Security

Started my new job today. 

Recently retired after twenty-two years of military police work, it seemed a good plan to fish all day and sleep all night. That didn’t work; didn’t feel natural. So I applied for and got a job as a Megastore security officer.  To punish me for twenty-odd years’ experience, they put me to work “temporarily” at the main entrance, on the second shift, three to eleven PM.

Got fired from my new job today.

Things went well for the first six hours, customers were mostly respectful of the store, other customers, and even me. On behalf of the store, other patrons, and civil harmony, I had no trouble with the few I suggested do other than what they originally planned when they entered Megastore.  For example, that they head directly to customer service to take care of return-destined merchandise nestled under their arms.  Or they visit customer service to check their goodie bags from other stores – for safekeeping, you know?  Or the one woman to whom I suggested it was best she leave the empty, oversized baby buggy outside while she shopped inside.  That last example was a reasonable request, inasmuch as Megastore did not sell babies, there was no need for a truck to haul one out. 

Even a confrontation with a pair of ruffians (they always travel in pairs) over loud and coarse language ended quickly, without incident, and with a return to subdued Megastore ambiance.  Not so much for my no-nonsense military bearing as for twenty-odd years of learning how to handle the type.

            With two hours to go before my first day ended, an over-padded, underdressed, unpleasant-to-look-at woman came through the door with about sixty pounds of mongrel dog on about thirty feet of leash.  That’s probably unfair to the dog, since the animal probably had a better pedigree than the woman.  By Megastore policy, I had no choice.  Not that had it not been policy I would not have said something.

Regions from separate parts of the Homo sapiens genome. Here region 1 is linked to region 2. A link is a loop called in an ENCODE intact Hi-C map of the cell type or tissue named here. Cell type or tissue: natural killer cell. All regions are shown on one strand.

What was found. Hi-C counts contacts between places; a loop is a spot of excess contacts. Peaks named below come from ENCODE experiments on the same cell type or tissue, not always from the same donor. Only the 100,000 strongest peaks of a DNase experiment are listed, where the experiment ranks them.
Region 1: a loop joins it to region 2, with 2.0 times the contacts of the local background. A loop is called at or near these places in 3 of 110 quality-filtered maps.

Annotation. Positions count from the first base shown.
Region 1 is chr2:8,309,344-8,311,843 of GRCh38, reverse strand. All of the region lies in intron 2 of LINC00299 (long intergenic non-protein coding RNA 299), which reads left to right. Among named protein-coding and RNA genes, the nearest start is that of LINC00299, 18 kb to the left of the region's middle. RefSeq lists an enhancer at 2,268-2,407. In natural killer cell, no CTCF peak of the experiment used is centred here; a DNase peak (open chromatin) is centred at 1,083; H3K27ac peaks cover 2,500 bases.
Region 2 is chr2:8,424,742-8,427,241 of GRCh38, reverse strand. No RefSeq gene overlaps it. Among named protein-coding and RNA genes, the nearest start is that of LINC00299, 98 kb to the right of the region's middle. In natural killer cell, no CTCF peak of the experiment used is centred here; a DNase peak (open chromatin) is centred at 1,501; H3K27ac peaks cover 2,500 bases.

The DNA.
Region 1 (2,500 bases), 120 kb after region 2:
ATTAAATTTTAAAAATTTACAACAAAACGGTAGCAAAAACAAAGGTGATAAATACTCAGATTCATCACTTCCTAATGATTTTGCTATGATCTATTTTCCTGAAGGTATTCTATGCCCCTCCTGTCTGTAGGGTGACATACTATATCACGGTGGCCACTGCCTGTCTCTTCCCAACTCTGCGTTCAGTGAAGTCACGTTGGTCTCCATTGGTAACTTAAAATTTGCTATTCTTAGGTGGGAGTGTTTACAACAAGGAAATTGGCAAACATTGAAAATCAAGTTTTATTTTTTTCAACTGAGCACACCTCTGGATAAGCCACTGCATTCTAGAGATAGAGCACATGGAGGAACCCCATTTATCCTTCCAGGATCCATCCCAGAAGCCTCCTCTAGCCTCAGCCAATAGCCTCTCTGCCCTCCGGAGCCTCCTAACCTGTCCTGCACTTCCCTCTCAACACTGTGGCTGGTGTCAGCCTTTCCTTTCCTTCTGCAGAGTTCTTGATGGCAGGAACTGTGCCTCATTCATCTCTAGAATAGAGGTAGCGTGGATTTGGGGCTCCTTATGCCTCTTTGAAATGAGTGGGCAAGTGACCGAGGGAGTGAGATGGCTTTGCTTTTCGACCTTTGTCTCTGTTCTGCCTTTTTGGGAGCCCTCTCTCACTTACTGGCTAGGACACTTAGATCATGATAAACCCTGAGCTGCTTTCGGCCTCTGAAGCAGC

“Ma’am, I’m impressed with your dog.”

            That caught her by surprise, I suppose, though I will not hazard a guess as to whether her surprise was that I, a Megastore employee, dared speak to her, or that she would be forced to converse with this employee so impudently addressing her, or that her dog got top billing.  She responded mustering as much indignation as she could.

            “Pardon?” I will let you imagine the indignation part. Paint whatever picture comes to mind, considering my brief introduction of the woman and the sad fact that we all deal with people like that, male and female, both.

            “Well, I surmise you are not deaf,” I said to her, “since you are responding to my statement.” That was probably not the best second conversational contribution, but already I was ‘in for a penny, in for a pound.’

            “Pardon?”  The lady clearly had a limited vocabulary or was struggling to understand my audacity.  I knew from experience she fully understood why I interrupted her march into the bowels of Megastore in search of fantabulous bargains, ‘tonight, and tonight only’…

            “And clearly you are not blind.  I see neither a cane nor the leader dog’s stiff harness.”

            “Pardon?” You are beginning now to be bored with this tale, or succinctly understand the type.  The woman’s indignation meter vacillated between, ‘did your mother not teach you better manners speaking to your superiors, you impudent snit?’ and ‘back-off, Jack!’ 

            Only two hours left. Why not go for broke? “Which,” I suggested to the woman, “means only that you cannot read, so you have a service dog to read for you.”

            “What?”